Cancer diagnosis and treatment is a rollercoaster of emotions, as is learning that the treatment worked and you are cancer-free. Everything you and your support team worked for resulted in remission. Yet, there is likely a mix of emotions that accompany it: fear of relapse, worry about letting your guard down and missing regular visits with people you may have grown close to during treatment. This joyful news can also be heavily weighed down by guilt—guilt that you survived and others did not. 

Let’s talk about the word “guilt” for a second. Webster’s Dictionary definition of guilt implies intent to harm. We highly doubt cancer survivors intend any harm to those who are no longer with us or had a less optimistic prognosis. Herein lies the juxtaposing emotions often labeled as guilt but are really grief.

Grief is the conflicting feelings around when something familiar ends or changes. Throughout the cancer rollercoaster, there are many things one may grieve: health, diagnosis, aspects of the treatment during and after, changes to the body, trust in body and self, friends and family who were not there, losing the ability to work, to name a few. 

One may grieve what could have been different, better or more. They may grieve life as they knew it no longer being the same. They may have lost people and gained people—both of which bring about many emotions.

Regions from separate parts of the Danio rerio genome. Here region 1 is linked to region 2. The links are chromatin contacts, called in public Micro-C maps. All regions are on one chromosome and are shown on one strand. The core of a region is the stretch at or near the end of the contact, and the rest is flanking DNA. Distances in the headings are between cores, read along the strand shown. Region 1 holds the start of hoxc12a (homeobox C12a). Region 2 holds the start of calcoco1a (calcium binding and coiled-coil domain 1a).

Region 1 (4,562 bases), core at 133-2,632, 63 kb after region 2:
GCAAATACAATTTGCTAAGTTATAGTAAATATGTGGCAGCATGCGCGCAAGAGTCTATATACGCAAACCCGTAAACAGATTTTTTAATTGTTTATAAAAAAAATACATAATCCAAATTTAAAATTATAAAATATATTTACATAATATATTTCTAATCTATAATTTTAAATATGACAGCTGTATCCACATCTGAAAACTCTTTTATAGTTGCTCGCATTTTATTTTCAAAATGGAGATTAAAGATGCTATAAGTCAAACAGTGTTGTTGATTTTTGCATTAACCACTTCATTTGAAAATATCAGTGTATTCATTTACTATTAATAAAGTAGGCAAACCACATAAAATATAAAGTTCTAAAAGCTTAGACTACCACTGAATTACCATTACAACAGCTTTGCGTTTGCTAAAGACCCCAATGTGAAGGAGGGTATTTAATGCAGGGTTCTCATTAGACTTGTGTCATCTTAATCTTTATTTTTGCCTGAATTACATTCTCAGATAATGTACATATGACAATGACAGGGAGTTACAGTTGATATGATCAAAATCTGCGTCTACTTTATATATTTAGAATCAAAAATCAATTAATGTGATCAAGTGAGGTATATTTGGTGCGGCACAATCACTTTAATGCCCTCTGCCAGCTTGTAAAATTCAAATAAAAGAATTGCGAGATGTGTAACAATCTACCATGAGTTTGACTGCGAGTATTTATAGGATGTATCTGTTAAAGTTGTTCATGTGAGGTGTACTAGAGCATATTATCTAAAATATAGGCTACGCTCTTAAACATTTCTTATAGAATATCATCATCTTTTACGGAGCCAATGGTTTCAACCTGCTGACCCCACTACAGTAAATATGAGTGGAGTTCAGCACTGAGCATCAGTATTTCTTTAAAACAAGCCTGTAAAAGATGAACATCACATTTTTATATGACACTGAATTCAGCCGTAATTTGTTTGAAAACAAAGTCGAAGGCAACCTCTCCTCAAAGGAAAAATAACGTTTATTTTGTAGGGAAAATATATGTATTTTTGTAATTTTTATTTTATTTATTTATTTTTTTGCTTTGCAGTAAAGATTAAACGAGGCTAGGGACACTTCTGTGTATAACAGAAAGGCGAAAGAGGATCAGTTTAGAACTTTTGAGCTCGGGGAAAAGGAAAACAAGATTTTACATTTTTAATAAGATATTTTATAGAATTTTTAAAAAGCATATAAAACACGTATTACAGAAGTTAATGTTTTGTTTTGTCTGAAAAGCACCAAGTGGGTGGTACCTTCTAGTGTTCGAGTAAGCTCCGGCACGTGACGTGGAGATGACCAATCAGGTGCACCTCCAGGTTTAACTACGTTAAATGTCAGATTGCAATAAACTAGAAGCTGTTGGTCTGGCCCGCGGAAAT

They may ponder the many “why me?” questions: why did I get cancer in the first place? Why did I survive while many others were not so fortunate? Why do I feel so relieved yet so sad at the same time? 

Many grievers also experience a loss of trust in God or faith in a Higher Power. “How could God let this happen to me? How could God spare me and not the others?” 

Existing in tandem with those emotions, many also find gratitude and renewed zest for life, with a deeper appreciation of its fragility. 

All of these feelings are normal and natural. Grief is normal and natural. Grief is messy. Finding a “new normal” following an upheaval of life such as cancer will take time and effort to allow those emotions to surface, be acknowledged, and validated. The grief journey is a non-linear one. 

Just as you saw doctors to help your body, you need to seek support to help your heart. Cancer is an exhausting rollercoaster in so many ways and on many levels. 

It is very healing to find a compassionate listener, someone you can trust and confide in without judgment, analysis, or criticism. This can be a friend, relative, therapist or support group. It is helpful to have a consistent outlet for your grief. 

Allow yourself to feel and share your true emotions without explaining them away. Here’s a tip: avoid thoughts that begin with “at least…”. Remember, all of your feelings are valid.

Carve out time for regular reflection, acknowledgment, and validation of emotions, whether it’s within a journal or shared with a trusted person.

Have compassion and grace for the non-linear path that can be healing of the heart.

By Ilana Shapiro Yahdav and Kim English Hanlon